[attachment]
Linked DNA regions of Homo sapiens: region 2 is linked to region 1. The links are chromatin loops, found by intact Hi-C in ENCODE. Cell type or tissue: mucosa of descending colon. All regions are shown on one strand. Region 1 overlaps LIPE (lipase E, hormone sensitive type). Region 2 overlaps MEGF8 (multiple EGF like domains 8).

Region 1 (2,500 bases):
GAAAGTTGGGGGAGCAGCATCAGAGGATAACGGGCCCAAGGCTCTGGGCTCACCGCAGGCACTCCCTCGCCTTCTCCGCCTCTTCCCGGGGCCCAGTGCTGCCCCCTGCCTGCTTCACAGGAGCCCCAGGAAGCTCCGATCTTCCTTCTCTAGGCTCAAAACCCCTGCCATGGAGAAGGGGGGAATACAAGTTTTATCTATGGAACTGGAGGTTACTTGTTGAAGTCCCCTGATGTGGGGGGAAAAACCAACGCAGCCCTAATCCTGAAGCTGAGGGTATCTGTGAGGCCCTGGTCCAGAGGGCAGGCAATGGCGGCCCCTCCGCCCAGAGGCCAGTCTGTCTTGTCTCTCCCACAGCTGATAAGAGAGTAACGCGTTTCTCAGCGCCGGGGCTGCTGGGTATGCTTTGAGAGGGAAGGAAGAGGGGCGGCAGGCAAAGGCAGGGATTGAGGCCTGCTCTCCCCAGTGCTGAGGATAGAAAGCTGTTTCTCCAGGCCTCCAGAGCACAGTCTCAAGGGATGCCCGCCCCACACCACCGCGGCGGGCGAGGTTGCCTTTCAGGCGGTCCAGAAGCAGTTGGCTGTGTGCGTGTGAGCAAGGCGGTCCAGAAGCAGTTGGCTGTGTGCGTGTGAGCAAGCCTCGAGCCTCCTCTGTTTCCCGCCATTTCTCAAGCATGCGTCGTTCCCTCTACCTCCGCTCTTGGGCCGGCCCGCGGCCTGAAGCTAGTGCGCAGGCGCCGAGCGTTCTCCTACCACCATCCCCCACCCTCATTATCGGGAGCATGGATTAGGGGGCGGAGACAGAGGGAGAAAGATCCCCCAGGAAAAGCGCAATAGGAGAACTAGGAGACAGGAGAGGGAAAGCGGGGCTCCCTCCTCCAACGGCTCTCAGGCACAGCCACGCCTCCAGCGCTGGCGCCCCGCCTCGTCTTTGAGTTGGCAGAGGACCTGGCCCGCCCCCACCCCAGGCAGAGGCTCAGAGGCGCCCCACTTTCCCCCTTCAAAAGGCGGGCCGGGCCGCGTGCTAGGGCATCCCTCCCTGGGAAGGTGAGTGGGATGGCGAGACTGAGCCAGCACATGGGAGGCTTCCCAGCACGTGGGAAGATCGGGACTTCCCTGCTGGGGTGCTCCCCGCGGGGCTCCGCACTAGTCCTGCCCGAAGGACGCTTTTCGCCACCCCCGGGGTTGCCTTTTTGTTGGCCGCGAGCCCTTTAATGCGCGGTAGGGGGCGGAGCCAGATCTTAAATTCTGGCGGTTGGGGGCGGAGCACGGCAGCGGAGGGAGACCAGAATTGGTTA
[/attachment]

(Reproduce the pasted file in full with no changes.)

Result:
Linked DNA regions of Homo sapiens: region 2 is linked to region 1. The links are chromatin loops, found by intact Hi-C in ENCODE. Cell type or tissue: mucosa of descending colon. All regions are shown on one strand. Region 1 overlaps LIPE (lipase E, hormone sensitive type). Region 2 overlaps MEGF8 (multiple EGF like domains 8).

Region 1 (2,500 bases):
GAAAGTTGGGGGAGCAGCATCAGAGGATAACGGGCCCAAGGCTCTGGGCTCACCGCAGGCACTCCCTCGCCTTCTCCGCCTCTTCCCGGGGCCCAGTGCTGCCCCCTGCCTGCTTCACAGGAGCCCCAGGAAGCTCCGATCTTCCTTCTCTAGGCTCAAAACCCCTGCCATGGAGAAGGGGGGAATACAAGTTTTATCTATGGAACTGGAGGTTACTTGTTGAAGTCCCCTGATGTGGGGGGAAAAACCAACGCAGCCCTAATCCTGAAGCTGAGGGTATCTGTGAGGCCCTGGTCCAGAGGGCAGGCAATGGCGGCCCCTCCGCCCAGAGGCCAGTCTGTCTTGTCTCTCCCACAGCTGATAAGAGAGTAACGCGTTTCTCAGCGCCGGGGCTGCTGGGTATGCTTTGAGAGGGAAGGAAGAGGGGCGGCAGGCAAAGGCAGGGATTGAGGCCTGCTCTCCCCAGTGCTGAGGATAGAAAGCTGTTTCTCCAGGCCTCCAGAGCACAGTCTCAAGGGATGCCCGCCCCACACCACCGCGGCGGGCGAGGTTGCCTTTCAGGCGGTCCAGAAGCAGTTGGCTGTGTGCGTGTGAGCAAGGCGGTCCAGAAGCAGTTGGCTGTGTGCGTGTGAGCAAGCCTCGAGCCTCCTCTGTTTCCCGCCATTTCTCAAGCATGCGTCGTTCCCTCTACCTCCGCTCTTGGGCCGGCCCGCGGCCTGAAGCTAGTGCGCAGGCGCCGAGCGTTCTCCTACCACCATCCCCCACCCTCATTATCGGGAGCATGGATTAGGGGGCGGAGACAGAGGGAGAAAGATCCCCCAGGAAAAGCGCAATAGGAGAACTAGGAGACAGGAGAGGGAAAGCGGGGCTCCCTCCTCCAACGGCTCTCAGGCACAGCCACGCCTCCAGCGCTGGCGCCCCGCCTCGTCTTTGAGTTGGCAGAGGACCTGGCCCGCCCCCACCCCAGGCAGAGGCTCAGAGGCGCCCCACTTTCCCCCTTCAAAAGGCGGGCCGGGCCGCGTGCTAGGGCATCCCTCCCTGGGAAGGTGAGTGGGATGGCGAGACTGAGCCAGCACATGGGAGGCTTCCCAGCACGTGGGAAGATCGGGACTTCCCTGCTGGGGTGCTCCCCGCGGGGCTCCGCACTAGTCCTGCCCGAAGGACGCTTTTCGCCACCCCCGGGGTTGCCTTTTTGTTGGCCGCGAGCCCTTTAATGCGCGGTAGGGGGCGGAGCCAGATCTTAAATTCTGGCGGTTGGGGGCGGAGCACGGCAGCGGAGGGAGACCAGAATTGGTTA